Definition of germ in English:

germ

noun

  • 1A microorganism, especially one which causes disease.

    • ‘Clean bathroom surfaces also help prevent the spread of infectious germs.’
    • ‘With a little prevention, you can keep harmful germs out of your child's way!’
    • ‘But since pasteurisation kills not only germs but also useful bacteria, a culture is added to the milk in order to reintroduce all essential bacteria.’
    • ‘Like many germs, the bacteria that cause botulism in infants are everywhere in the environment.’
    • ‘Over 40 different strains of the Legionella germ have now been discovered.’
    • ‘If your child gets infected again, it's more likely to be with these resistant germs.’
    • ‘Some disease-causing germs travel through the air in particles considerably smaller than droplets.’
    • ‘The hands that treat patients and the instruments used to save lives could be spreading deadly germs.’
    • ‘Deadly germs infect nearly 2 million of the nation's hospital patients and kill close to 100,000 every year.’
    • ‘Whatever he put on it to kill the germs made me hiss with discomfort.’
    • ‘Therefore, agricultural, herding societies will carry deadlier germs than will hunter-gatherers or people that farm only plants.’
    • ‘After TB germs enter the body, in most cases, the body's defences control the germs.’
    • ‘The pit may act as the breeding ground of disease-causing germs and mosquitoes.’
    • ‘Food and water also can carry infectious germs, so be sure to wash fruits and vegetables thoroughly before eating.’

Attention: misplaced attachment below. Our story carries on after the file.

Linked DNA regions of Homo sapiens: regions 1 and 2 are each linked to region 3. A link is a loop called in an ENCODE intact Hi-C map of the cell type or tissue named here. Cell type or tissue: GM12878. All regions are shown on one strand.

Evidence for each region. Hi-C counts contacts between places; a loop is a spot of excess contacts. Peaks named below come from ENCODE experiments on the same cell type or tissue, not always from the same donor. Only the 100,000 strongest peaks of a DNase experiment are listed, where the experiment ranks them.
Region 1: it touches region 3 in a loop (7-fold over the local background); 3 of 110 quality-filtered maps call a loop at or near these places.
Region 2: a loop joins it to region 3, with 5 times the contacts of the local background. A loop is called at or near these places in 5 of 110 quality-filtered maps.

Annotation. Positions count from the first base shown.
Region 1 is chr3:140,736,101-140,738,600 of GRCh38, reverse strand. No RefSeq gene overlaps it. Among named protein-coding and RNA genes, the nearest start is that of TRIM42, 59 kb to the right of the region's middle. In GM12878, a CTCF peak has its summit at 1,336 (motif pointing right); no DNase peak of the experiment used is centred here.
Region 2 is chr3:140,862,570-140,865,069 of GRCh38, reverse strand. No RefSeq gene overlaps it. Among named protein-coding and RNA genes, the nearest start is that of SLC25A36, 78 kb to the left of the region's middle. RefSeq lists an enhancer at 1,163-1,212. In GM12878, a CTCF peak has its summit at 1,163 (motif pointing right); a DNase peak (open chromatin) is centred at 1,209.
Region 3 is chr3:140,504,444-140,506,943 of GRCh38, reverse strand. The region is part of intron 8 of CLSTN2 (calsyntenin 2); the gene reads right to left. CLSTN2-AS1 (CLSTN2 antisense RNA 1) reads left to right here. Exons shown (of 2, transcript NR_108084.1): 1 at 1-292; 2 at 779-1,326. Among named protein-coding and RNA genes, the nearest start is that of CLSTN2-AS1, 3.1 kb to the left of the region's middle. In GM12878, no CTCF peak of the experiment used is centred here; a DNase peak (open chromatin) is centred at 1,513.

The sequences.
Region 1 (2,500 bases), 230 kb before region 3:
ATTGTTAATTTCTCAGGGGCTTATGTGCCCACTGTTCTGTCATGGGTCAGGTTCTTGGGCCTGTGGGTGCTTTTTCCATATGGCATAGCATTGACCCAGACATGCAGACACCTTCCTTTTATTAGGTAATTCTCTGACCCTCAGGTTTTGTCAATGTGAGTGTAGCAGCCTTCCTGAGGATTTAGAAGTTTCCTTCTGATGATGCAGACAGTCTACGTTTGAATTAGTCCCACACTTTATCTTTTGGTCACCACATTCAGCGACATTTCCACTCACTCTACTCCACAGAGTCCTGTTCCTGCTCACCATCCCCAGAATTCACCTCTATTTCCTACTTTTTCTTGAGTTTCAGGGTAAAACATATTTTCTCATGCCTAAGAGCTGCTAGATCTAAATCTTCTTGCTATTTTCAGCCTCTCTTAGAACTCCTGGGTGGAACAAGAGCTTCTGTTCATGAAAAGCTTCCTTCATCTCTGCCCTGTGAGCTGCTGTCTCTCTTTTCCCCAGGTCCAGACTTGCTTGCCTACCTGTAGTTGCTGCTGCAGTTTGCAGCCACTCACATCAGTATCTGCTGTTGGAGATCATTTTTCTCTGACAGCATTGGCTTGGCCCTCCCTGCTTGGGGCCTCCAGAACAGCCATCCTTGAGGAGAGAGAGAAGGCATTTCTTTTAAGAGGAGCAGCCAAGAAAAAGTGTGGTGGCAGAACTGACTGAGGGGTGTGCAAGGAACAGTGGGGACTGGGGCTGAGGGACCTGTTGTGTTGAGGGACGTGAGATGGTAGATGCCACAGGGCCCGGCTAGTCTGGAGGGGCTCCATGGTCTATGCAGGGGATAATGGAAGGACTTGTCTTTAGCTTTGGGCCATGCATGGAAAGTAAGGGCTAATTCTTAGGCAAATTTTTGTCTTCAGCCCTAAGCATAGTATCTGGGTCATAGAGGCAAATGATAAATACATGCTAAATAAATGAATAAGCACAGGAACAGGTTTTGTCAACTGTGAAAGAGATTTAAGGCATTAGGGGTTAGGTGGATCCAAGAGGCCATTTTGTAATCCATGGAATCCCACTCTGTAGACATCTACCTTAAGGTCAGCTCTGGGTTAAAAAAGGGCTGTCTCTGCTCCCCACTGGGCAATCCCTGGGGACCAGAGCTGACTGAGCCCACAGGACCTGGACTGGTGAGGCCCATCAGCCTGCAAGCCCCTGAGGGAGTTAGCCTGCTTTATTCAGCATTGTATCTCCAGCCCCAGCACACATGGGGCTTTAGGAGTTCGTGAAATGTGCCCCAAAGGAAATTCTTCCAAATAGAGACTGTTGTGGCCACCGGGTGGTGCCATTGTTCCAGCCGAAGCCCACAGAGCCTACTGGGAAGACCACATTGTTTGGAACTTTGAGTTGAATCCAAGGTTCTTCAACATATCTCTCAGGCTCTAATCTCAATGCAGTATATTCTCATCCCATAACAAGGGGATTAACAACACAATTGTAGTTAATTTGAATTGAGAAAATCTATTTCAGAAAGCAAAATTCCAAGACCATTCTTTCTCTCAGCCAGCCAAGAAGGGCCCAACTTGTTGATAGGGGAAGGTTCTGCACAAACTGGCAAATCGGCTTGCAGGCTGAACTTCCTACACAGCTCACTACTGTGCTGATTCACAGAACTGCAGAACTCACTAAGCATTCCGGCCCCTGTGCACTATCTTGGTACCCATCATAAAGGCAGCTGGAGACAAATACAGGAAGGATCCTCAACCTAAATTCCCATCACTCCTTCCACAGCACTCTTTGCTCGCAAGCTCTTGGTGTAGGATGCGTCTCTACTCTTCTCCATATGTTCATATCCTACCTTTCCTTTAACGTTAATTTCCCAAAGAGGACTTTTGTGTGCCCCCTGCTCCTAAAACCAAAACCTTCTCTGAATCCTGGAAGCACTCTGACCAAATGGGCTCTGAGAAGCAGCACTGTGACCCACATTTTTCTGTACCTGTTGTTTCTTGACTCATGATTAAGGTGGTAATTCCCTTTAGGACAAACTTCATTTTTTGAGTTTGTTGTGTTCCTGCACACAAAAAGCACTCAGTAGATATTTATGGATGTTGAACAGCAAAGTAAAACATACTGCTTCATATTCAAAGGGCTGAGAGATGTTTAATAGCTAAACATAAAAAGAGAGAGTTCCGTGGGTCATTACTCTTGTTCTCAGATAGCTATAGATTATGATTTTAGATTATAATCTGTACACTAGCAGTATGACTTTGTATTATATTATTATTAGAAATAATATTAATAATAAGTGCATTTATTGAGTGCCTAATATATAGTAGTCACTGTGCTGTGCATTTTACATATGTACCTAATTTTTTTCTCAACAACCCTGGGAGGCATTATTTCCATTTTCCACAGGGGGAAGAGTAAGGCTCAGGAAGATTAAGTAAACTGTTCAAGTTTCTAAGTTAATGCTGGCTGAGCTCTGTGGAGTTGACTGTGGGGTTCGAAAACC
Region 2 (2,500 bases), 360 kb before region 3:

• ‘I can't help feeling it harbours all kinds of nasty germs.’
    • ‘If the TB germs become active, TB disease can develop.’
    • ‘They discovered acupuncture before it was known that blood circulates, or that germs cause disease.’
    • ‘Most chest infections are usually caused by germs such as bacteria or viruses.’
    • ‘However, this doesn't kill bacteria and could in fact spread the invisible germs around kitchen surfaces.’
    • ‘Resistant germs aren't killed by the usual antibiotics.’
    microbe, microorganism, bacillus, bacterium, virus
    View synonyms
  • 2A portion of an organism capable of developing into a new one or part of one.

    • ‘These bodies are obviously organized, resembling in all points the germs of the lowest organisms, and diverse in size and structure.’
    • ‘A mesenchymal signal triggers an ectodermal cell to proliferate and the cells grow downward to form a hair germ.’
    • ‘Many multicellular organisms have a germ that is segregated early in the development.’